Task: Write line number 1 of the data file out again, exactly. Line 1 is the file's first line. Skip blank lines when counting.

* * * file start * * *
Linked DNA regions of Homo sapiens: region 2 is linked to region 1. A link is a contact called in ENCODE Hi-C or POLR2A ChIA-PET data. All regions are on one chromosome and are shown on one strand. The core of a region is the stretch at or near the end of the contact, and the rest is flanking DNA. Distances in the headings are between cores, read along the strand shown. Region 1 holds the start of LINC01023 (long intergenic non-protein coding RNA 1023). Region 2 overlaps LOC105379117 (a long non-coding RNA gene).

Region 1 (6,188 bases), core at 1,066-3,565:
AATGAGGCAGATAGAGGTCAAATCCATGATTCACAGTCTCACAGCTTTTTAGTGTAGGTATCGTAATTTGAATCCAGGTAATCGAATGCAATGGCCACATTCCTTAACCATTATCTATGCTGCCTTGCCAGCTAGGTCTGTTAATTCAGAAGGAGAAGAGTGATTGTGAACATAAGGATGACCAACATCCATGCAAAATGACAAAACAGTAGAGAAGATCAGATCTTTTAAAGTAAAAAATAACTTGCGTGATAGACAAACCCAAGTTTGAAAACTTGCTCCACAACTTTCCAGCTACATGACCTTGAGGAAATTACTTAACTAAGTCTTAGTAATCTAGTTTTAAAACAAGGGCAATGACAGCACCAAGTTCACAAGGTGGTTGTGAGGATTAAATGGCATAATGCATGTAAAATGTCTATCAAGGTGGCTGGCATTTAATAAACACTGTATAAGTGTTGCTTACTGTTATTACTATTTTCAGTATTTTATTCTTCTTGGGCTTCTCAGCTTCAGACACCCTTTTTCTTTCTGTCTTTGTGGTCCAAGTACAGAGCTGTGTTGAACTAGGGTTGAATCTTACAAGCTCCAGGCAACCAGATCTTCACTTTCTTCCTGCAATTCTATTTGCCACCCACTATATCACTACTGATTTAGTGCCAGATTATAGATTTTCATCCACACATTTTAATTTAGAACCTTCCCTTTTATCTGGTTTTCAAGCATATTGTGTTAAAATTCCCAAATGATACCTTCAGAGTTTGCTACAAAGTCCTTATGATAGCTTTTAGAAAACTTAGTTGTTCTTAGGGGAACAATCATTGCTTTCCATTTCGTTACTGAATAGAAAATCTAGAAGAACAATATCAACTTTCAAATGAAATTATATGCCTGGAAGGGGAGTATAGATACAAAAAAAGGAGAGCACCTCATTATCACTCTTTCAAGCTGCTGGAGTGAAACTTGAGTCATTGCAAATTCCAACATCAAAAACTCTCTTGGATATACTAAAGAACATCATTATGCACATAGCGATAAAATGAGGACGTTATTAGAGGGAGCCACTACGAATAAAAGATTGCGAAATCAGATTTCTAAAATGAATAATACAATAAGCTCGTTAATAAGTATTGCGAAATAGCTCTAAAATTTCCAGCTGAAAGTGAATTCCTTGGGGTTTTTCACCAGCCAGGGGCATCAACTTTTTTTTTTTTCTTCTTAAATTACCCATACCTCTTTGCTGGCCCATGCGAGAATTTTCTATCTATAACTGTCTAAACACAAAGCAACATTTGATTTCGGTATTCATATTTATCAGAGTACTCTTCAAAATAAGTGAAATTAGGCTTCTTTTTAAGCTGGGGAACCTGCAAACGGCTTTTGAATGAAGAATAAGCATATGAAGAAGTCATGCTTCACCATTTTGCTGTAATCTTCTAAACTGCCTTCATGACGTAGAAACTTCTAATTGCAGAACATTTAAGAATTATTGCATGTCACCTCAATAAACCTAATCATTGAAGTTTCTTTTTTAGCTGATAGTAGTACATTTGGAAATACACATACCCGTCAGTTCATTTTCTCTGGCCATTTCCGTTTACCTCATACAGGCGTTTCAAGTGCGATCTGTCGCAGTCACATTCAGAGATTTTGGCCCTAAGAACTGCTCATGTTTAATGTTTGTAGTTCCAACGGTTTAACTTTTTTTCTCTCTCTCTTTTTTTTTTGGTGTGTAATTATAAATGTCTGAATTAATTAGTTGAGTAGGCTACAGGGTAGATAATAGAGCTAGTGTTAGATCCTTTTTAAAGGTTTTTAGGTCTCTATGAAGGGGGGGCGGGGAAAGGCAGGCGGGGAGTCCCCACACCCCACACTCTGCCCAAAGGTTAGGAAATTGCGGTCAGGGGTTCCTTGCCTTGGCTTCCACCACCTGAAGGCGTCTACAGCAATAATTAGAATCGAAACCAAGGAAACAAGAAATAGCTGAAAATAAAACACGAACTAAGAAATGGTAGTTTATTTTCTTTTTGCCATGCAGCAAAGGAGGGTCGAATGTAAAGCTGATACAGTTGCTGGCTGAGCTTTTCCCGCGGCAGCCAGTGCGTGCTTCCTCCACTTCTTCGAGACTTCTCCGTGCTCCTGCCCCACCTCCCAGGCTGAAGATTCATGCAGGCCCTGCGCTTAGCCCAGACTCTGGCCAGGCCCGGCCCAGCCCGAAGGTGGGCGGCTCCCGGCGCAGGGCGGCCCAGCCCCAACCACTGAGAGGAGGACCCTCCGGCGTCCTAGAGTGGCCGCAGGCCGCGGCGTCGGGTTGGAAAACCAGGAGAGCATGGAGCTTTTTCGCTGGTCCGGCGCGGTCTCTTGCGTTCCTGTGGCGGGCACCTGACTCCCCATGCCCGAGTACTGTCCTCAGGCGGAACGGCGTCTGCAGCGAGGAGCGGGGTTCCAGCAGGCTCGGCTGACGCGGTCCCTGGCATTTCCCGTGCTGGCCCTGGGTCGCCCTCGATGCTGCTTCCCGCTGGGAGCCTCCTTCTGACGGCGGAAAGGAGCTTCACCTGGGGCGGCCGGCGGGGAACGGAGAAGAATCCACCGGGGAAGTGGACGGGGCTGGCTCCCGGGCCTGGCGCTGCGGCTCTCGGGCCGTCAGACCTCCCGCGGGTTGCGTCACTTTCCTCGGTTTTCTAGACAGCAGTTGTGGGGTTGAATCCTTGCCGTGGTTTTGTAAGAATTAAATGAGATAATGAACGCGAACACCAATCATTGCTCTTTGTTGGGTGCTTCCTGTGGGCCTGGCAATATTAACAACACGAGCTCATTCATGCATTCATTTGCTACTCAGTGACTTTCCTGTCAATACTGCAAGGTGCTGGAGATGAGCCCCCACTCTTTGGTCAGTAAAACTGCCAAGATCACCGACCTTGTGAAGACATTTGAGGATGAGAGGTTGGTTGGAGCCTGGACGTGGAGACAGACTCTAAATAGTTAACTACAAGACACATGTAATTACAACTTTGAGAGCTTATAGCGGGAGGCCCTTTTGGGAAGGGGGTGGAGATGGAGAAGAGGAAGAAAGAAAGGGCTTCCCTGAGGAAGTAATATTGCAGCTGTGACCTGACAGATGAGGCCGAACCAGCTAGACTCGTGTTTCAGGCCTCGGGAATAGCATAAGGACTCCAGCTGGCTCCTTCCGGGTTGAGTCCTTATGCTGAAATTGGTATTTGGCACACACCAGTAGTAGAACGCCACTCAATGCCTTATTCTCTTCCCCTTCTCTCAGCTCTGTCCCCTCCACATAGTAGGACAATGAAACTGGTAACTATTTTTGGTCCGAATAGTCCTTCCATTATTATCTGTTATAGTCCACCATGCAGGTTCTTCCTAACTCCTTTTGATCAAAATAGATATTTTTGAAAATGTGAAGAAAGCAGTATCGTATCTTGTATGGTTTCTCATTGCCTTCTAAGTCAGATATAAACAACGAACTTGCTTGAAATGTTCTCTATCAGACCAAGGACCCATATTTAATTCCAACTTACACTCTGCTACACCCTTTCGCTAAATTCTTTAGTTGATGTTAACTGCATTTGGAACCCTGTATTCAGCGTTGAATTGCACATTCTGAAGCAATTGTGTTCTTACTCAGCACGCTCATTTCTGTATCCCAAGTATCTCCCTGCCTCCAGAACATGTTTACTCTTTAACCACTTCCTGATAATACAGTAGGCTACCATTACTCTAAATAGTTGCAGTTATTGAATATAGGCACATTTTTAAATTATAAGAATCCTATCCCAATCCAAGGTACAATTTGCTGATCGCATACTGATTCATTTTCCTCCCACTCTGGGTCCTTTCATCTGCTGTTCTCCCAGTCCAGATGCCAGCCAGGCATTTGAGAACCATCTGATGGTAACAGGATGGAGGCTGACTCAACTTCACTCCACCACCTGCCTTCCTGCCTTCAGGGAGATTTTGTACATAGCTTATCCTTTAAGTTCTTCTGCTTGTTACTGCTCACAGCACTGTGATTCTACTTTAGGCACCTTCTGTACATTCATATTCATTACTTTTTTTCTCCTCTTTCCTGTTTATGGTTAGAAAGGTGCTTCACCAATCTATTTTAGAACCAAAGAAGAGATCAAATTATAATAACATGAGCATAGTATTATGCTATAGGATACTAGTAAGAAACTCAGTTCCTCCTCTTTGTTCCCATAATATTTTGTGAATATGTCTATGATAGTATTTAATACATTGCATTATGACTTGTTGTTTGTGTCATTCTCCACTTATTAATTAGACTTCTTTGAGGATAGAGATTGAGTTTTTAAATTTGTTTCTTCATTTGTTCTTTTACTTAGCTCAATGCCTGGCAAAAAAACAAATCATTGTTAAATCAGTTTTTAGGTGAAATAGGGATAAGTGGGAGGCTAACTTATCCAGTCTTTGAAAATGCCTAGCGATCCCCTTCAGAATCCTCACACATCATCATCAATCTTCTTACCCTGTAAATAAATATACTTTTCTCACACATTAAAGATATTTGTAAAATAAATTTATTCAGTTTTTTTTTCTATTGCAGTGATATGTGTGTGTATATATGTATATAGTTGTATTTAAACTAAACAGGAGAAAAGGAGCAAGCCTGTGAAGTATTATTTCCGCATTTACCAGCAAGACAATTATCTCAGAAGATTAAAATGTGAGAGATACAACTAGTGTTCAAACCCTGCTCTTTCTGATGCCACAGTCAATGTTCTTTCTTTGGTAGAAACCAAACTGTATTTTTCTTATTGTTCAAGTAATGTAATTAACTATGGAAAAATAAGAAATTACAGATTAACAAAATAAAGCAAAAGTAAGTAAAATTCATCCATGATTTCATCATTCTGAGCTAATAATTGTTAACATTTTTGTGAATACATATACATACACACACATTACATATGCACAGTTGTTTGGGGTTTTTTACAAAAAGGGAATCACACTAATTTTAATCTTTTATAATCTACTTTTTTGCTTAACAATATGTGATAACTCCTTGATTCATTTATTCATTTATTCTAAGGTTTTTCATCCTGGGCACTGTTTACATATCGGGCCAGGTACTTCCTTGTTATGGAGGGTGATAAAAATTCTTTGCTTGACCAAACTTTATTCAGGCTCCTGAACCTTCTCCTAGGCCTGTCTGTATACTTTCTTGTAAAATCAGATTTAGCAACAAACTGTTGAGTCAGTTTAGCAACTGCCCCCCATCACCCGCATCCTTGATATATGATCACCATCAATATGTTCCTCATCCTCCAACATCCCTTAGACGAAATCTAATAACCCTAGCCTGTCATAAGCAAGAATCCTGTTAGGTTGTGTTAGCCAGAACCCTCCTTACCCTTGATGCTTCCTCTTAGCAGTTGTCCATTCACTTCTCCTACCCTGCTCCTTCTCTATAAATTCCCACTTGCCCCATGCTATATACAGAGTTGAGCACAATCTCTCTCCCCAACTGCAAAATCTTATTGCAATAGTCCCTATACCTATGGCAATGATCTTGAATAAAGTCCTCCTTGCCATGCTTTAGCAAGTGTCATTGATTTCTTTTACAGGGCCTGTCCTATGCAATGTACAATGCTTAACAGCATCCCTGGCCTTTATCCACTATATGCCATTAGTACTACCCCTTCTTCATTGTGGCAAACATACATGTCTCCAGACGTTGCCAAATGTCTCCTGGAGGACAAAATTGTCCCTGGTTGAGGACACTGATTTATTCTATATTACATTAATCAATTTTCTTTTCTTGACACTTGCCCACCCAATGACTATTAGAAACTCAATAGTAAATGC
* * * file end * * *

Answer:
Linked DNA regions of Homo sapiens: region 2 is linked to region 1. A link is a contact called in ENCODE Hi-C or POLR2A ChIA-PET data. All regions are on one chromosome and are shown on one strand. The core of a region is the stretch at or near the end of the contact, and the rest is flanking DNA. Distances in the headings are between cores, read along the strand shown. Region 1 holds the start of LINC01023 (long intergenic non-protein coding RNA 1023). Region 2 overlaps LOC105379117 (a long non-coding RNA gene).